Monday, July 18, 2016

Fantasia 2016.03 (16 July 2016): Parasyte: Part 1, Outer Limits of Animation, Terra Formars, The Master Cleanse, and Bed of the Dead

Fun day Saturday, though the type that causes delays in postings because there's a lot playing the next day as well and because I saw a lot of shorts, which kind of need to be written up pretty quick.

So let's start with that:

Sorry about that; the weird angle just wouldn't give me a good view where the lighting didn't wash out everything. It was kind of an unusual "Outer Limits of Animation" show, though, in that there usually seem to be a fair number of local people just out of college (or maybe still there) filling the roster out and showing up on stage. I wonder if more of those were folded into the local part of the festival ("Fantastique Week-end") than before.

Anyway, that guy on the left is Diego Maclean, talking about how working with composer Luigi Allemano really helped shape his animated short. Sorry about the #HorriblePhotography.

Normally, Saturday would probably be a five-movie day, but this spanned two across the street and while they might have lined up later (or earlier), I was down for both Parasyte and the big Takashi Miike presentation:

You kind of know that Takashi Miike would be a guy who wears sunglasses indoors, right?

He made the usual jokes about getting lifetime achievement awards when he figures he's still got a lot of "lifetime" in him, saying he hopes to come back for Fantasia #40 for his second. It is a little surprising to see that, for a guy who has made about a hundred movies, he's really not that old (born in 1960), and is still pumping out two per year. One of the main things he talks about is not really seeing genre as a director, which I think can be a double-edged sword: He makes exciting movies that often go into unexpected places because he's not especially hung up on classification, but given that I love some genres for what they are specifically (science fiction, especially), I do worry about them getting a bit flattened.

Also: Someone told him that there are no cockroaches in Montreal, so maybe the effect of Terra Formars would be lessened. Is that true? I had never heard it before!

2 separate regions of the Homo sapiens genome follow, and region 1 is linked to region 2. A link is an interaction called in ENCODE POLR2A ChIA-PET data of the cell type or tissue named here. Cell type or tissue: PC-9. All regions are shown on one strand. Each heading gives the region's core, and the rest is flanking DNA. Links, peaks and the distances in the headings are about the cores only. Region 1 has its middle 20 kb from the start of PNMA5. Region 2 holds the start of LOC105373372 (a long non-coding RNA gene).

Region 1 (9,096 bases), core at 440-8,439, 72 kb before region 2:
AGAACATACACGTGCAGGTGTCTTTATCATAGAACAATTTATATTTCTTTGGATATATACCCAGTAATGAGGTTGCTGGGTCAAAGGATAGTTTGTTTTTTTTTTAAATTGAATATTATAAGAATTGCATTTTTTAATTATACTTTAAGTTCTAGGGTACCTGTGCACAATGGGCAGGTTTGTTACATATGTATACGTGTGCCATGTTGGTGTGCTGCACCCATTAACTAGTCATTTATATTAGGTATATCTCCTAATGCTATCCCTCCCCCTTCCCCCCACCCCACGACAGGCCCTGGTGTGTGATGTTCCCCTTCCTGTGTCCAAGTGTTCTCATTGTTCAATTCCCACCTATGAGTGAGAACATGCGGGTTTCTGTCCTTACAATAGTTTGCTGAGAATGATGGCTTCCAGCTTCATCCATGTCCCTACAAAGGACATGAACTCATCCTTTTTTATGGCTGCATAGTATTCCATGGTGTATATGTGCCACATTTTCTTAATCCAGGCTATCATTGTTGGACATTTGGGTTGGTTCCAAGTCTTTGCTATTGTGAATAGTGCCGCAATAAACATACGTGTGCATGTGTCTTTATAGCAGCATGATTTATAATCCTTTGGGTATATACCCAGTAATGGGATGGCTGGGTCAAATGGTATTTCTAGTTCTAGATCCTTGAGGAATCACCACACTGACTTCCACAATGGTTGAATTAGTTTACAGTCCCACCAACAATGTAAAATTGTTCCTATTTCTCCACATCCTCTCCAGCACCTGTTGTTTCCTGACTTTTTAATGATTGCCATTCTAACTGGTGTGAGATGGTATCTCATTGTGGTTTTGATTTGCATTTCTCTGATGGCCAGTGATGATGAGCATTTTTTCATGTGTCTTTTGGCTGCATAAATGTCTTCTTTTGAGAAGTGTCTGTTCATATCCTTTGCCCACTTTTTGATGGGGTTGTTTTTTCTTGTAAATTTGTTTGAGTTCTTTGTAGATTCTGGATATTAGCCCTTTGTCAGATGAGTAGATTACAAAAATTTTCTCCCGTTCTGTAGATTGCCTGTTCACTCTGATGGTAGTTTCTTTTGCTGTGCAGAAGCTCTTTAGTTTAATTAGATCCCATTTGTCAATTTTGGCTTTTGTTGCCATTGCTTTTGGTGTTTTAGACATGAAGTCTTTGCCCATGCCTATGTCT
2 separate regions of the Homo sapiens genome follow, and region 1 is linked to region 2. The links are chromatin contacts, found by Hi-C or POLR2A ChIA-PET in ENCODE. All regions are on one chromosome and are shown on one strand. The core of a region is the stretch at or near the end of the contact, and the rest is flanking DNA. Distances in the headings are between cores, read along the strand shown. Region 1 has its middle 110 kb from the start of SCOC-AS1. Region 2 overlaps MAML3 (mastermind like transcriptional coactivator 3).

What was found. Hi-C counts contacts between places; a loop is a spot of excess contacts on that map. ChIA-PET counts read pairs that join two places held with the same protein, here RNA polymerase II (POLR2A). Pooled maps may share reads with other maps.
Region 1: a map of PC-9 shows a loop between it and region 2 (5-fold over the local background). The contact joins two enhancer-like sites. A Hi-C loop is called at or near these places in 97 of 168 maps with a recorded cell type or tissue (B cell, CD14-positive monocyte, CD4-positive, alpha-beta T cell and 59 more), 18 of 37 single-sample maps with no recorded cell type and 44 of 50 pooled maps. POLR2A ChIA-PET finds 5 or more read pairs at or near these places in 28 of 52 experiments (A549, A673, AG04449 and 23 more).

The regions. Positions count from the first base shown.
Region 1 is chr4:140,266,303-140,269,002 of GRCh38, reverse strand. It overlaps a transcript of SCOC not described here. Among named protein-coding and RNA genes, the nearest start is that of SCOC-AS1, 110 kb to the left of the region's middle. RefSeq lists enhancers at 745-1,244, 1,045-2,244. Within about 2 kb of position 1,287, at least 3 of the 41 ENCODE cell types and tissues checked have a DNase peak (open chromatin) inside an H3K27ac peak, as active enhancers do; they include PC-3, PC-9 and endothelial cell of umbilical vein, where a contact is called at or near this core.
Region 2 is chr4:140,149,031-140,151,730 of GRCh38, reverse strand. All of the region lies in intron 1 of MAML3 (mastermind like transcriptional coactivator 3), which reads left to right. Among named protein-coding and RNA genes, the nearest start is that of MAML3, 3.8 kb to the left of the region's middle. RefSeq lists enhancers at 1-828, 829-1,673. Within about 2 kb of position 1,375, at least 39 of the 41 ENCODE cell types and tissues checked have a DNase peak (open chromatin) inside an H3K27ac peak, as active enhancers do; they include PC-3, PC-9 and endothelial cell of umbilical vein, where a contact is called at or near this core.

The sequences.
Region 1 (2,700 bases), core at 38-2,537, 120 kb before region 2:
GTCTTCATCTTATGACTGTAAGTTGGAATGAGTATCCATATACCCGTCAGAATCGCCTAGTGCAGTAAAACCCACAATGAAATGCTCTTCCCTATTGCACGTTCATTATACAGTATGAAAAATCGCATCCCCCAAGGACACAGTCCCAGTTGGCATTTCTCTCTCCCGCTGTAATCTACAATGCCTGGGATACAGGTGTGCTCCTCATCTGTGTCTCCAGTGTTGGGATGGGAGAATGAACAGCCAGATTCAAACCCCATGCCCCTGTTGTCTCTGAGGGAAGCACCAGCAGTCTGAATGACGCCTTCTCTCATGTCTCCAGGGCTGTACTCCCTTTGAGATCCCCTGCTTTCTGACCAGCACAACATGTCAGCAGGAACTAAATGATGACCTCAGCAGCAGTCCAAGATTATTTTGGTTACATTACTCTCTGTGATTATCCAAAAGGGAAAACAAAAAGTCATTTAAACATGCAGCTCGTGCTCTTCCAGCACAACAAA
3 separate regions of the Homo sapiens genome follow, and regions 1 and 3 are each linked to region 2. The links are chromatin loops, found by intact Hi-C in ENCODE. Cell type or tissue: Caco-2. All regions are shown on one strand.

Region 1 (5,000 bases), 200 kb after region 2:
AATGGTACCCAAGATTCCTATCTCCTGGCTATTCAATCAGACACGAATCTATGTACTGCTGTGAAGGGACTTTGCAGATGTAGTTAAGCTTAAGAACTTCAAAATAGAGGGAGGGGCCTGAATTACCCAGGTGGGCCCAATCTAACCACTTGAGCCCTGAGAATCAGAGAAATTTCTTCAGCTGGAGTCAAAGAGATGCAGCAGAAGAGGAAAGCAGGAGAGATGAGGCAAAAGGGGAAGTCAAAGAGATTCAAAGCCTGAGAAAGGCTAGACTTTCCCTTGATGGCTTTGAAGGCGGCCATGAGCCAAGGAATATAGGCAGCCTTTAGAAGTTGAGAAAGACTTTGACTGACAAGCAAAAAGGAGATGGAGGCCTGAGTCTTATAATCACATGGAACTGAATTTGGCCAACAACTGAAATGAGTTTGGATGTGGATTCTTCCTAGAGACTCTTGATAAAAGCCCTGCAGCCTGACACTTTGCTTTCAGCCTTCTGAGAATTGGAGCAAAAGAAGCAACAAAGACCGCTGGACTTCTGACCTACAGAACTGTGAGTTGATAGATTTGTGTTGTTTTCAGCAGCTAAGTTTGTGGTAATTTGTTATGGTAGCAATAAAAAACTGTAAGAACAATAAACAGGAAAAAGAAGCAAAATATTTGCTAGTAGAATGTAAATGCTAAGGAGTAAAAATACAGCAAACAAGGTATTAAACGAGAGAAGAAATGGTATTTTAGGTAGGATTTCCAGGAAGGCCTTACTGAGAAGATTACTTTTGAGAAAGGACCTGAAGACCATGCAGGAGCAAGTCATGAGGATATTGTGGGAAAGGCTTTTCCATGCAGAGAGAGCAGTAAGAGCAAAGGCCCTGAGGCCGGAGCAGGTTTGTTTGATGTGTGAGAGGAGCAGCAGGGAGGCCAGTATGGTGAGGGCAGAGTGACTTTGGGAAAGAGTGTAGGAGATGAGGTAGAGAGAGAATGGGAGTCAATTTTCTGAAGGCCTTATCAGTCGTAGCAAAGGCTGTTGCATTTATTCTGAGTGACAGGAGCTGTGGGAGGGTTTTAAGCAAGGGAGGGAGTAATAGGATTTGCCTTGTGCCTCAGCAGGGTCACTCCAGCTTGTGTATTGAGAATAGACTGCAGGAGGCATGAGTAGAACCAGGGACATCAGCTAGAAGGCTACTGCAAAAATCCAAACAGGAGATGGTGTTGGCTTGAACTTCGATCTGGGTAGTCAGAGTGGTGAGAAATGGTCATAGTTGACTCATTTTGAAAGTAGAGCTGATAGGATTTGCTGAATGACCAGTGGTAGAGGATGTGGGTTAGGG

Yesterday's plan (because I'm a slave to a format): Parasyte Part 2, The Bacchus Lady, Bad Cat, In the Valley of Violence, and As the Gods Will.

Kiseijuu (Parasyte: Part 1)

* * * ½ (out of four)
Seen 16 July 2016 in the SGWU Alumni Aditorium (Fantasia 2016, DCP)

When I was mentioning Parasyte to a friend as something I was kind of considering skipping because these multi-part manga adaptations that are Japan's biggest blockbusters these days can eat a big chunk of the schedule. He quickly piped up that the manga was one of his favorites, so I penciled it in, not needing that hard a sale where "teenager whose right hand is a shapeshifting monster seeks to combat the monsters who control whole people" is concerned. That it's kind of a blast isn't necessarily surprising; that it's an impressive enough combination of teen angst, man-eating monsters, and cartoon slapstick to recommend it to those not necessarily enamored of that combination (depending on how good Part 2 turns out) kind of is.

The parasites don't know what they are as they hatch in the bay and come ashore in Tokyo; they're just following instincts to enter human bodies through the ear canal and, having consumed the brain and bonded with the body, feed, mainly on human beings. Shinichia Izumi (Shota Sometani) is relatively fortunate to be sleeping with earbuds in; but he can't do much aside improvise a tourniquet when the thing burrows into his hand. Soon that hand is stretching, acting on its own, manifesting eyes and a mouth, and calling itself "Migi". The fiercely pragmatic Migi (voice of Sadao Abe) isn't going to risk any harm coming to the bloodstream that brings it nutrients, but hiding it from his mother (Kimiko Yo) and lifelong friend Satomi Murano (Ai Hashimoto) is awkward, and that's before Migi starts detecting others like him, including the school's new chemistry teacher Ryoko Tamiya (Eri Fukatsu). Seeing everything as an experiment, she introduces Shinichi/Migi to two others in her network, "student" Hideo Shimada (Masahiro Higashide) and a cop who would rather Shinichi not no the name of the life he's taken over, going by "Mr. A" (Mansaku Ikeuchi) - the latter of which decides to treat Shinichi as a threat. And then--

Well, there's a lot of "and then". Though the original Parasyte was described to me as a relatively short manga, running eight volumes and not heading off on tangents like other popular Japanese comics, you can still see the serial structure in the movie, with what would have been big cliffhangers having to be resolved almost immediately and new characters and situations introduced throughout. It gives the movie an unusual ebb and flow not unlike binge-watching a TV series without episode breaks, so after about 80 minutes I found myself wondering if this was the big movie-ending cliffhanger. Screenwriter Ryota Kosawa does do a fair job of compacting it, with the only real issue being that certain things that were supposedly going on already are kind of casually introduced when the plot needs them.

Full review on EFC.

"Accidents, Bluders, and Calamities"

* * * ½ (out of four)